Both Wendel and Powers agreed that typically, businesses use a combination of cloud providers. Powers explained that some compliance requirements, such as HIPAA or financial regulations, make it difficult to move to the cloud. Powers stated that most businesses today combine cloud and on premise storage due to the mobility and cost benefits of this hybrid model. Wendel said that he sees Small to Medium sized businesses using SaaS the most out of all cloud services.

Disaster Recovery and the Cloud

Disaster Recovery is an important backup plan for any business, but many organizations do not have one, Bennett stated. He explained that the cloud can assist in ease of setup for data backup in a disaster recovery plan, as the data mobility benefits of the cloud allow for a fast setup that does not require another physical location. In terms of cost, data backup in the cloud will depend on how often your organization’s data is backed up, Bennett explained. The more often data is backed up, the higher the cost. He stated that knowing what kind of downtime your business can afford is an essential element to planning your disaster recovery and data backup.

Why Are Organizations Moving to the Cloud?

Powers stated, the biggest driver is cost. He did say, however, that the usage of the cloud affects the cost, as discussed earlier in the webinar. He stressed the importance of discussing different cloud usage models with your I.T. provider in order to find the best fit and best price for your organization. Powers also stated that keeping up with compliance and maintenance of the cloud is important.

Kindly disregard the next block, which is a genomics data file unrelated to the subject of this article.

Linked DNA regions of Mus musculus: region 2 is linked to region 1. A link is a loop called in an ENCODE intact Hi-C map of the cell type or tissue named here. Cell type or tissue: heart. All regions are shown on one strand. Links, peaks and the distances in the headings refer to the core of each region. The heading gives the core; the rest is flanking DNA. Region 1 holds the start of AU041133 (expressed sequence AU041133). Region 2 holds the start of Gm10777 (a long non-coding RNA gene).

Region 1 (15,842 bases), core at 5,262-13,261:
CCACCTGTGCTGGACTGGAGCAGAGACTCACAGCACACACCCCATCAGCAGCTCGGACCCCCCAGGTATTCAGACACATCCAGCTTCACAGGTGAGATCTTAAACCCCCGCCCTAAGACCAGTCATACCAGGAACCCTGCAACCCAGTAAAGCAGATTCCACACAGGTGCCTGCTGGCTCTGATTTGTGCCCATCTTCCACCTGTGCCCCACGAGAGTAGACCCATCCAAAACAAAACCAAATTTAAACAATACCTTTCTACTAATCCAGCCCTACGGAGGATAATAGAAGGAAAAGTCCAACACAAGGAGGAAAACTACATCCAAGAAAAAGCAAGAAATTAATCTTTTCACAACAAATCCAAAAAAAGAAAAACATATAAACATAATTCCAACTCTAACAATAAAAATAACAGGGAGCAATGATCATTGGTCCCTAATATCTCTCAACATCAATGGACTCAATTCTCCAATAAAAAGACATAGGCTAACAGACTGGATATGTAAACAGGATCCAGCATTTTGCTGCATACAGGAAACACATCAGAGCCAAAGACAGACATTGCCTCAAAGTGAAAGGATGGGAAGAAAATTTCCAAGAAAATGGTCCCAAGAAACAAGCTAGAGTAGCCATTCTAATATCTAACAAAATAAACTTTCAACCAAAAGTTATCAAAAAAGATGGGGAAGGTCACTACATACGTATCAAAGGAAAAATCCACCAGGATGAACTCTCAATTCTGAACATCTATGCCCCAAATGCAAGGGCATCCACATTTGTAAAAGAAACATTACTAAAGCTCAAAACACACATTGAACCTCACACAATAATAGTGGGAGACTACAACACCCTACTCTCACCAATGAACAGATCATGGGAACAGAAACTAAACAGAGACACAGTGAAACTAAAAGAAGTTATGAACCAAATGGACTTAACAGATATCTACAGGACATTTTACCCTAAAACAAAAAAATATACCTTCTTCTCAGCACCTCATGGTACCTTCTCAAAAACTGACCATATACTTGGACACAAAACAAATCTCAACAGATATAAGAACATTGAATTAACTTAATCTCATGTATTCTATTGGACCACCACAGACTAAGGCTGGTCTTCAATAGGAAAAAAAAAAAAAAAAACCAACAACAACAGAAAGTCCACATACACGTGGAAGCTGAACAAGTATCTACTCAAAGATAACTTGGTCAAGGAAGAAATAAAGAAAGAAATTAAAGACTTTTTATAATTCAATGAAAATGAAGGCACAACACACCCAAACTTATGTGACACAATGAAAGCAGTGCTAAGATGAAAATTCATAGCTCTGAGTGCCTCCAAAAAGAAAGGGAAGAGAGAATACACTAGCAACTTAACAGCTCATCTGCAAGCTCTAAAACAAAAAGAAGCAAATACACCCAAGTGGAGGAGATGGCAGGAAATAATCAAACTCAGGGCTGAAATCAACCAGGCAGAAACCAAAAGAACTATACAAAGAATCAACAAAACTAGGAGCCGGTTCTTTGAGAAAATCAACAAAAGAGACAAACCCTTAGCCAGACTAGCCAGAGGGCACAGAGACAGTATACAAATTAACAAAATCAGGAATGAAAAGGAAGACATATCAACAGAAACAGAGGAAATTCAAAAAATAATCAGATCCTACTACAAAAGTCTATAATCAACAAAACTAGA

Wendel explained some reasons organizations may not move to the cloud. Trust can be factor, he explained, as some organizations do not want a third party to have their data. Networking, he added, is another aspect that could affect the decision, as some businesses are not in a good location for reliable and fast internet connections. Some organizations do prefer a fixed cost as well, Wendel stated, as some businesses do not want a varied cost based on usage, and would rather have the predictable, single cost of on premise storage. Bennett explained on the opposite end of the spectrum, some organizations do not want to buy hardware any longer, so they move to the cloud rather than buying servers.

Bennett explained that prioritizing applications, understanding what is mission critical, and then exploring cloud options is a great way to begin the move to the cloud. This way, your organization can see what options you have for each application, so that you can choose the most cost-effective and efficient model for your business.

Cloud vs On Premise Misconceptions and Final Thoughts

Wendel stated that one misconception he hears is that moving to the cloud means you can get rid of your I.T. team. He explained that this is not true, and that your team is needed just as much to monitor and maintain your cloud services. Due to the cloud’s mobility, cloud services can change often, so you need either a service provider or internal I.T that can keep up with these changes.

Powers said that consulting with someone outside of your organization is something he recommends to customers. That way, misconceptions can be discussed, and your organization’s cloud services can be set up in the most efficient way, if that’s the route you choose to go.

Bennett says that he sees the hybrid of cloud and on premise storage being the choice for most organizations in the near future.

Want to watch the full webinar? View it here.

Similar Posts

Outsourced I.T. Support – Can I Keep Internal I.T.? 

Can your business keep internal I.T. staff when moving to outsourced I.T. support? Well, it depends. Ready why here.

Go To Page

The Incident Response Plan – An Important Aspect of Your Cybersecurity 

No one can guarantee they will never experience a cyberattack. An Incident Response Plan allows you to be prepared for a breach.

Go To Page